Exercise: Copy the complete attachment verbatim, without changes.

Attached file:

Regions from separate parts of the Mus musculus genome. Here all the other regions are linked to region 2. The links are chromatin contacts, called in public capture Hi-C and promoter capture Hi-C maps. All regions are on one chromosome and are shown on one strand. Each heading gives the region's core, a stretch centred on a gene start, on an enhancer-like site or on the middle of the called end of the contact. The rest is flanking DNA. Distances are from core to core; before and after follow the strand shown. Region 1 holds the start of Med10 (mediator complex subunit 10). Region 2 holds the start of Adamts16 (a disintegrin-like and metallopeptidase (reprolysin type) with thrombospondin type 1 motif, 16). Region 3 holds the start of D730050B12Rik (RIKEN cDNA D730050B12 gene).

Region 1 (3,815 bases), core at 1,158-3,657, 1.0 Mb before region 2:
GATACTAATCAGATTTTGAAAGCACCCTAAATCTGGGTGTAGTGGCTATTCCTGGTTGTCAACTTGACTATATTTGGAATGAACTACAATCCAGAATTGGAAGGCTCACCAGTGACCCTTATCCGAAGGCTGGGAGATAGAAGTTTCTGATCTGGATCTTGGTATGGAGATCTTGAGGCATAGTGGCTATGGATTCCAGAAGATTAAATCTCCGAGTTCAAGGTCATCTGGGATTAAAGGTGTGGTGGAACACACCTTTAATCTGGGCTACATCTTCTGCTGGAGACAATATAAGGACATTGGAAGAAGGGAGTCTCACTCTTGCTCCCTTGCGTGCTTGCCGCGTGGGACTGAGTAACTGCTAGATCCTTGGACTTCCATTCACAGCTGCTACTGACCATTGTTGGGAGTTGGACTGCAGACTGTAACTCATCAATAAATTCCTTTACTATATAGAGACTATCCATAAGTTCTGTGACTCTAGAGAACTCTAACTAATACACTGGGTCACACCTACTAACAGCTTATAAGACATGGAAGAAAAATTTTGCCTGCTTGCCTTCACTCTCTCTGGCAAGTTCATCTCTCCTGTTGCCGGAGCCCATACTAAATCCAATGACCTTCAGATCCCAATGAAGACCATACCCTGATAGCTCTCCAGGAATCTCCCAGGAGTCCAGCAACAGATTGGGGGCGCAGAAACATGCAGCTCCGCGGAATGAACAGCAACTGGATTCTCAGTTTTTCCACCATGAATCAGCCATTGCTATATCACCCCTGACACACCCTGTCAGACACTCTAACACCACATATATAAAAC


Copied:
Regions from separate parts of the Mus musculus genome. Here all the other regions are linked to region 2. The links are chromatin contacts, called in public capture Hi-C and promoter capture Hi-C maps. All regions are on one chromosome and are shown on one strand. Each heading gives the region's core, a stretch centred on a gene start, on an enhancer-like site or on the middle of the called end of the contact. The rest is flanking DNA. Distances are from core to core; before and after follow the strand shown. Region 1 holds the start of Med10 (mediator complex subunit 10). Region 2 holds the start of Adamts16 (a disintegrin-like and metallopeptidase (reprolysin type) with thrombospondin type 1 motif, 16). Region 3 holds the start of D730050B12Rik (RIKEN cDNA D730050B12 gene).

Region 1 (3,815 bases), core at 1,158-3,657, 1.0 Mb before region 2:
GATACTAATCAGATTTTGAAAGCACCCTAAATCTGGGTGTAGTGGCTATTCCTGGTTGTCAACTTGACTATATTTGGAATGAACTACAATCCAGAATTGGAAGGCTCACCAGTGACCCTTATCCGAAGGCTGGGAGATAGAAGTTTCTGATCTGGATCTTGGTATGGAGATCTTGAGGCATAGTGGCTATGGATTCCAGAAGATTAAATCTCCGAGTTCAAGGTCATCTGGGATTAAAGGTGTGGTGGAACACACCTTTAATCTGGGCTACATCTTCTGCTGGAGACAATATAAGGACATTGGAAGAAGGGAGTCTCACTCTTGCTCCCTTGCGTGCTTGCCGCGTGGGACTGAGTAACTGCTAGATCCTTGGACTTCCATTCACAGCTGCTACTGACCATTGTTGGGAGTTGGACTGCAGACTGTAACTCATCAATAAATTCCTTTACTATATAGAGACTATCCATAAGTTCTGTGACTCTAGAGAACTCTAACTAATACACTGGGTCACACCTACTAACAGCTTATAAGACATGGAAGAAAAATTTTGCCTGCTTGCCTTCACTCTCTCTGGCAAGTTCATCTCTCCTGTTGCCGGAGCCCATACTAAATCCAATGACCTTCAGATCCCAATGAAGACCATACCCTGATAGCTCTCCAGGAATCTCCCAGGAGTCCAGCAACAGATTGGGGGCGCAGAAACATGCAGCTCCGCGGAATGAACAGCAACTGGATTCTCAGTTTTTCCACCATGAATCAGCCATTGCTATATCACCCCTGACACACCCTGTCAGACACTCTAACACCACATATATAAAAC